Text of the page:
When Jesus told the woman caught in adultery to “go and sin no more” He not only commanded her to stop her sinful life, but He gave her the POWER to stop!
In the coming week, what might happen if you tried this exercise once a day, each day? This exercise is not about merely gaining biblical knowledge (as important as that may be). It’s about opening our eyes, ears, and lives to the deeper grace God has in store. God’s grace wants to teach us a new way to live! True, we will still stumble and fall along the way, but there is always grace for forgiveness. Better still, there’s even more grace available to us for each new day and every new situation.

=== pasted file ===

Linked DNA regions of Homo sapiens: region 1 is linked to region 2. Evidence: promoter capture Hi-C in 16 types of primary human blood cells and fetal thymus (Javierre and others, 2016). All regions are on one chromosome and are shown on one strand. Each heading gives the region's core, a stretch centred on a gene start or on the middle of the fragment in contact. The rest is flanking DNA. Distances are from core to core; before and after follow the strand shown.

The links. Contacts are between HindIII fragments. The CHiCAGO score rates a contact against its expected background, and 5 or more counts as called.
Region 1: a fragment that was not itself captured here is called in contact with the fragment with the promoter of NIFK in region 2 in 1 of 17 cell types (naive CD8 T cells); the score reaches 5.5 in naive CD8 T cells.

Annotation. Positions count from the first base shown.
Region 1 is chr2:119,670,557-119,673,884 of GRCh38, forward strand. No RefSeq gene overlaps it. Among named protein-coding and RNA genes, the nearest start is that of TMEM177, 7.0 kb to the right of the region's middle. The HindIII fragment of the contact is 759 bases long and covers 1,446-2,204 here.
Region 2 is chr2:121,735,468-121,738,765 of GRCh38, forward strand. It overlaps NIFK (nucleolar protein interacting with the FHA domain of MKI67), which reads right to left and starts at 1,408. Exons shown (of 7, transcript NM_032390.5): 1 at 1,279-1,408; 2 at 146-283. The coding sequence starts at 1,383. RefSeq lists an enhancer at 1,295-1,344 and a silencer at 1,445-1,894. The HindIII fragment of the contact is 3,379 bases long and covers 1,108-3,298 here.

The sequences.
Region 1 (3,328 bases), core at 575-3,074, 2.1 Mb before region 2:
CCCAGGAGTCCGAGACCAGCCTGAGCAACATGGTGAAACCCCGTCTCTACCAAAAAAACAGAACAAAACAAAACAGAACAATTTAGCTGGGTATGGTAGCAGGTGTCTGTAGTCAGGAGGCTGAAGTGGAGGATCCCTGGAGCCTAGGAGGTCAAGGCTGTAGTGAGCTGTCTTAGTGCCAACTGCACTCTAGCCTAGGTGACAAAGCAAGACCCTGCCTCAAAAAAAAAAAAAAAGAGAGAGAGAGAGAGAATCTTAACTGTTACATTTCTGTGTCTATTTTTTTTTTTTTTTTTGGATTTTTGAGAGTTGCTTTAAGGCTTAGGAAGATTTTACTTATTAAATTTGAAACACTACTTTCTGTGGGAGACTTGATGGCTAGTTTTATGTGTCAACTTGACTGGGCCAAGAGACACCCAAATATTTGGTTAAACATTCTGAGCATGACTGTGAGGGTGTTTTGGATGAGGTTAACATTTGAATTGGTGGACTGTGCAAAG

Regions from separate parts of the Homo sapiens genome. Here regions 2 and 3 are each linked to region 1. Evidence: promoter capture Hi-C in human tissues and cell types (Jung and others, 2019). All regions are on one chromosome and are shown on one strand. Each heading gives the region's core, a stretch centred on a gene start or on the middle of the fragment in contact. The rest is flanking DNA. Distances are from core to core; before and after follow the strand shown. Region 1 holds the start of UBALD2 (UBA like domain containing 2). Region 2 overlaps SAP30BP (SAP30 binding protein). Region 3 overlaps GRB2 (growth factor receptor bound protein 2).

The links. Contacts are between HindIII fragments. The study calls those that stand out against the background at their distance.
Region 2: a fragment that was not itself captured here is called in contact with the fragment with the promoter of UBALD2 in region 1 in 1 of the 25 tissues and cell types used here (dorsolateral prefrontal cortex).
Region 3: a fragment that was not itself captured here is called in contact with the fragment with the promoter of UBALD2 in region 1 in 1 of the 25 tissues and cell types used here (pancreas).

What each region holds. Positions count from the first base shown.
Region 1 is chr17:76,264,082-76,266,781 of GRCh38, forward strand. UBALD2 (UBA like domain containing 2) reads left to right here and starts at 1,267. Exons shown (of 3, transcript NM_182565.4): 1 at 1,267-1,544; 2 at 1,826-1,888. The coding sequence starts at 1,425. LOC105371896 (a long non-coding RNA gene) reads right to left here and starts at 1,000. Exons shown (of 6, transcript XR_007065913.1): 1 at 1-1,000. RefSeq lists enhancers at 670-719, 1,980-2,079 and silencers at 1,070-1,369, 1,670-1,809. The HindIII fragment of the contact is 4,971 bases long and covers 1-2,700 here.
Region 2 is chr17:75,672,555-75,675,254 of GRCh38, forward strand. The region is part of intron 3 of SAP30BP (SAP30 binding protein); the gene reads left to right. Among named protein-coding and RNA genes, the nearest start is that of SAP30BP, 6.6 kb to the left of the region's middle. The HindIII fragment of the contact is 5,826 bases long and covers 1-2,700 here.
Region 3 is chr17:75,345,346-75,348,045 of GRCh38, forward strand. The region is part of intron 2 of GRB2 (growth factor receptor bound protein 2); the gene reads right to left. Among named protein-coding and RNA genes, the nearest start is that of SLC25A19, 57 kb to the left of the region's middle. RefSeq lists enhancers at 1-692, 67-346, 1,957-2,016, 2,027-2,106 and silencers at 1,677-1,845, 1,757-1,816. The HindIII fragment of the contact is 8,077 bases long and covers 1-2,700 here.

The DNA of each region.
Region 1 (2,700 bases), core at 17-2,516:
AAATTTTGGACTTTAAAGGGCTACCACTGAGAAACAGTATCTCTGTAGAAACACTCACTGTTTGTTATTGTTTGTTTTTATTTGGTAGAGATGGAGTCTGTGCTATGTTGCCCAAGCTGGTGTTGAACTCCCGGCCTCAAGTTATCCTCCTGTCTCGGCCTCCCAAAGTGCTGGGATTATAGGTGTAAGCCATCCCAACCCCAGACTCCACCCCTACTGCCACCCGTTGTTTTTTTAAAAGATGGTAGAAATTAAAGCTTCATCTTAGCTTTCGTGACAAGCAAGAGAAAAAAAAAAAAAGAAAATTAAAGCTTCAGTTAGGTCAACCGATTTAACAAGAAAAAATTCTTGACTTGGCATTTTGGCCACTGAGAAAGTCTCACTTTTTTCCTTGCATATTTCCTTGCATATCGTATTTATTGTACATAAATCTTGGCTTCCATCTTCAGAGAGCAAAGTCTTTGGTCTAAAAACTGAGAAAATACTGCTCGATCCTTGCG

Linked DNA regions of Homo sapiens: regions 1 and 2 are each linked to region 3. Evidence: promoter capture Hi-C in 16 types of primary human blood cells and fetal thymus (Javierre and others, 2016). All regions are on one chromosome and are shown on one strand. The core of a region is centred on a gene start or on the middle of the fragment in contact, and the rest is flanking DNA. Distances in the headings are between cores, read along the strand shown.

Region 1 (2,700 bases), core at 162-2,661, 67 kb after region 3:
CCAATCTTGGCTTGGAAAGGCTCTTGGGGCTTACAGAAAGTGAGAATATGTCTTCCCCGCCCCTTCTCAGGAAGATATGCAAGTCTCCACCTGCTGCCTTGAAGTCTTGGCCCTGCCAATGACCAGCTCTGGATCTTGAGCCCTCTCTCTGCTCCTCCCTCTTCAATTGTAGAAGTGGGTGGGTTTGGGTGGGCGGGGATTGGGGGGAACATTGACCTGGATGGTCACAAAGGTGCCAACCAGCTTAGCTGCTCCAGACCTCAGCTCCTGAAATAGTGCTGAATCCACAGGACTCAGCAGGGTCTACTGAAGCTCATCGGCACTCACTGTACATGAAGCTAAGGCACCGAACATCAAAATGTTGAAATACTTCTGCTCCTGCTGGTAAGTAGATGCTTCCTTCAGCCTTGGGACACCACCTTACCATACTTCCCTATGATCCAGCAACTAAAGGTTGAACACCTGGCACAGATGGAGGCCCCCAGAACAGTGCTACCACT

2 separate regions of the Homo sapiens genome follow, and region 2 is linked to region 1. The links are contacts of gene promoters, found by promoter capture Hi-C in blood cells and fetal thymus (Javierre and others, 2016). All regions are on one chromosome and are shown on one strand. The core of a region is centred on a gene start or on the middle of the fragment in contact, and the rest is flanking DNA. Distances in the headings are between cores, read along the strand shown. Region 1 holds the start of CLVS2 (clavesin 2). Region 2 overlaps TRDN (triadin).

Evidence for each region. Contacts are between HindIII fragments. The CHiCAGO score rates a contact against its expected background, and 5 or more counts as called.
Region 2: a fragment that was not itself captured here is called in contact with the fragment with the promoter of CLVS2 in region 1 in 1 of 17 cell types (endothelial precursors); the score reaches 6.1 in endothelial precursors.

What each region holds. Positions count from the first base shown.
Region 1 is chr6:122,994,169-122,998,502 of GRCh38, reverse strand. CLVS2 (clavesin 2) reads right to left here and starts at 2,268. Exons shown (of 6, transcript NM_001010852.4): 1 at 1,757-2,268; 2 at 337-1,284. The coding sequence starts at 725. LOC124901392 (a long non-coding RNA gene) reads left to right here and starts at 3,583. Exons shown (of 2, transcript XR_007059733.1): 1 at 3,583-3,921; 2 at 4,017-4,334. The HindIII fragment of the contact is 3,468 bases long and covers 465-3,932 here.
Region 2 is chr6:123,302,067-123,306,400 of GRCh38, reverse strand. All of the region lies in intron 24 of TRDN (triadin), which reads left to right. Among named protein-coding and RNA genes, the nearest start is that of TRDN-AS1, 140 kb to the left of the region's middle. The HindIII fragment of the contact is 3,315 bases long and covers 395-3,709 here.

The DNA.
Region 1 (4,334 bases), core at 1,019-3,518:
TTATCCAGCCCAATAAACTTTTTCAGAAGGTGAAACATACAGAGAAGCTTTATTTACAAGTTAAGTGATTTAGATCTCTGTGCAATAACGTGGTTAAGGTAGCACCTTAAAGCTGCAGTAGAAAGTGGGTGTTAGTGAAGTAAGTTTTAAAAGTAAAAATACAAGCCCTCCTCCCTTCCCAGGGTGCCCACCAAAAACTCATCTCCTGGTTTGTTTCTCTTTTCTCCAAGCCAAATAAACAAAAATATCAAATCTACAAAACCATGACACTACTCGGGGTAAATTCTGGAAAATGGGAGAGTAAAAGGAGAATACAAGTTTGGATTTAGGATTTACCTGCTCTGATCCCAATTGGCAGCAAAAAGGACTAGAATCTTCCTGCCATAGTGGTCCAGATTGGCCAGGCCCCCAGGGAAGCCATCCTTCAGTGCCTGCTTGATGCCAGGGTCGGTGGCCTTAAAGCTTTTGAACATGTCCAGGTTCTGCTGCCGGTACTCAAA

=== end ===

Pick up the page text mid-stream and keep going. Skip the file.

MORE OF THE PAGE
LOOK AT the passage again and TAKE IT LITERALLY for what it says—let’s read it with all the implications inserted:
Our application of these verses can be very personal: we can pray, listen, and learn. Let me explain:
Titus 2:11–14 ANT
11 For the grace of God (His unmerited favor and blessing) has come forward (appeared) for the deliverance from sin and the eternal salvation for all mankind. 12 It has trained us to reject and renounce all ungodliness (irreligion) and worldly (passionate) desires, to live discreet (temperate, self-controlled), upright, devout (spiritually whole) lives in this present world, 13 Awaiting and looking for the [fulfillment, the realization of our] blessed hope, even the glorious appearing of our great God and Savior Christ Jesus (the Messiah, the Anointed One), 14 Who gave Himself on our behalf that He might redeem us (purchase our freedom) from all iniquity and purify for Himself a people [to be peculiarly His own, people who are] eager and enthusiastic about [living a life that is good and filled with] beneficial deeds.